Brazil Table of Contents
Because the only entry into the regular officer corps is the AMAN, its records provide an accurate picture of the officer corps. In the decades following World War II, cadets from middle-class families increased, while those from upper-class and unskilled lower-class families declined. The total number of applicants also declined as a result of economic development diversification, which gave high school graduates more attractive options than entering the military. Increasingly, AMAN cadets came from among the graduates of the army-supported Military Schools, which sons of military personnel attended tuition free. Many of these students were sons of NCOs whose own origins were not middle class, so a form of intra-institutional, upward mobility existed.
The trend in the 1960s to recruit from civilian sources has abated. The mental, health, and physical aptitude tests excluded large numbers of civilian school graduates: in 1977 of 1,145 civilians attempting the tests, only thirty-four, or 3 percent, were admitted. In 1985 only 174, or 11 percent, of the AMAN's 1,555 cadets were graduates of civilian schools; the rest were from the army's Military School system, the Cadet Preparatory School (Escola Preparatória de Cadetes--EPC), or air force or navy secondary schools. In the early 1990s, AMAN cadets were drawn exclusively from those who had completed the EPC. By the mid-1990s, the AMAN's cadet population was about 3,000.
In the twentieth century, the officer corps has been composed predominantly of men from the Southeast and South of Brazil, where military units and greater educational opportunities have been concentrated. In 1901-02 the Northeast contributed 38 percent of students at the army's preparatory school in Realengo, whereas in 1982 it provided only 13 percent to the preparatory school in Campinas. In the same years, the Southeast supplied 40.4 percent and 77 percent, while the South gave 8.6 percent and 6.3 percent. Although São Paulo, according to Alfred Stepan and other observers, has not been noted for sending its young men into the officer corps, its contribution increased from 4.3 percent of students in 1901-02 to 33.5 percent in 1982. Regional origins of cadets at the AMAN were fairly consistent in the 1964-85 period. By far the largest contingent came from the state and city of Rio de Janeiro.
Although social theorists might be pleased with indications that the army is serving as a vehicle for social mobility, army leaders are concerned. Officers have remarked on the trend toward lower-class recruitment in the Training Center for Reserve Officers (Centro de Preparação de Oficiais da Reserva--CPOR) and the problems associated with such officers. In a 1986 interview, the former minister of army, General Leônidas Pires Gonçalves, observed that he did not want officers who would give only five or ten years to the army; he wanted individuals with a military vocation, who would stay for a full thirty-plus-year career. Many officers have expressed concern that those seeking to use the army to improve their status are not sufficiently dedicated to the institution. Indeed, some officers seek the earliest possible retirement in order to get a second job (second salary) to make ends meet.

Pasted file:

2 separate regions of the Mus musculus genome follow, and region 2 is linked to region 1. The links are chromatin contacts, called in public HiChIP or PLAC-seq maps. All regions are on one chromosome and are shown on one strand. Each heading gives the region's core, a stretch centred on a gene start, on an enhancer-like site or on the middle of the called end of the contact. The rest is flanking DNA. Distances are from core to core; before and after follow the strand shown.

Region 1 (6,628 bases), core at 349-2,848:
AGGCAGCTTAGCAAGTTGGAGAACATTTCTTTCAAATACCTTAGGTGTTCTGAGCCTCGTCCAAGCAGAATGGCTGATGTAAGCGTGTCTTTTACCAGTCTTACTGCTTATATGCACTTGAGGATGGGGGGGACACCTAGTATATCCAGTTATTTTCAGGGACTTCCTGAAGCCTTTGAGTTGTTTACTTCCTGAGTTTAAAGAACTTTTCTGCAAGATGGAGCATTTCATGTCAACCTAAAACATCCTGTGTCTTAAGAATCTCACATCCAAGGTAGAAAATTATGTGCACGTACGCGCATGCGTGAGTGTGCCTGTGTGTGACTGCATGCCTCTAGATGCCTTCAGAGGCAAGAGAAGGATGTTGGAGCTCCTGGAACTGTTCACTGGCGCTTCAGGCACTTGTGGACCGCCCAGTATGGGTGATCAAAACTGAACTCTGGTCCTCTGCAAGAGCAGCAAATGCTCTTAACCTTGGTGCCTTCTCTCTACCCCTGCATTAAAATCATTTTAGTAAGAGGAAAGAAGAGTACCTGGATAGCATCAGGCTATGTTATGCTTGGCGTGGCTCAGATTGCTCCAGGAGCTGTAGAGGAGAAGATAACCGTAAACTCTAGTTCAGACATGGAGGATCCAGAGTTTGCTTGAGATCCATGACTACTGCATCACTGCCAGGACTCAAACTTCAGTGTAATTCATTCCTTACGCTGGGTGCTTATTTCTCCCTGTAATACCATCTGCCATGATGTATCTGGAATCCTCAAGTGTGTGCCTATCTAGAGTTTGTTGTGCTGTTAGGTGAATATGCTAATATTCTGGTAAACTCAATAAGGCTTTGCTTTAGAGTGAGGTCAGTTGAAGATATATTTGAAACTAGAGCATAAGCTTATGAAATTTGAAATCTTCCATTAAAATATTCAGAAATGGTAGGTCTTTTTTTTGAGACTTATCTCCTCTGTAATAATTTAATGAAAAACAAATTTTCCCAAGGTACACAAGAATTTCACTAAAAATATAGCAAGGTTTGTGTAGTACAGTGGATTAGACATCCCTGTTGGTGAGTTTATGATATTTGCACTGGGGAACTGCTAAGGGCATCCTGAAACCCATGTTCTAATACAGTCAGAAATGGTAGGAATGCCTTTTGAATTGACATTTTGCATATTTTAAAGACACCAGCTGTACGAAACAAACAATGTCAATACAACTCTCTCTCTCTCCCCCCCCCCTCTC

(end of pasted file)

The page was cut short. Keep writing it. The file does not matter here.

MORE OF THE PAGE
Women did not participate in Brazil's armed forces until the early 1980s. The Brazilian Army became the first army in South America to accept women into the permanent and career ranks. In 1992, for example, 2,700 women out of 5,000 candidates competed for 136 positions within the Officer's Complementary Corps (Quadro Complementar de Oficiais--QCO).
To begin a career with the army, women must have completed a bachelor's degree in areas such as law, computer science, economics, or accounting. The competition is national in scope, and no applicant may be more than thirty-six years of age. Those accepted into the program study at the army's School of Administration in Salvador, beginning as second lieutenants (reserve). The School of Administration is also open to men. At the end of the one-year course, the graduate is promoted to first lieutenant in the permanent ranks. Generally, the officer is assigned to Brasília.
The navy and air force have incorporated women in their ranks, but in the Women's Reserve Corps. Although their positions are temporary in nature, with regular renewal of contracts these women can rise to officer status. The navy and air force had about 3,200 female troops and officers in 1991. In 1992 the navy promoted its first women to the rank of lieutenant commander. The three services are committed to admitting women in their military academies by the late 1990s. The FAB began accepting women at its academy in 1996, but not as pilots.
In 1991, 25,000 women were serving in state Military Police (Polícia Militar--PM) units. The largest number (2,500) were in the Military Command of the Southeast, in São Paulo. The women generally serve in health and administrative positions, and at all levels of the hierarchy.
Data as of April 1997
Brazil Table of Contents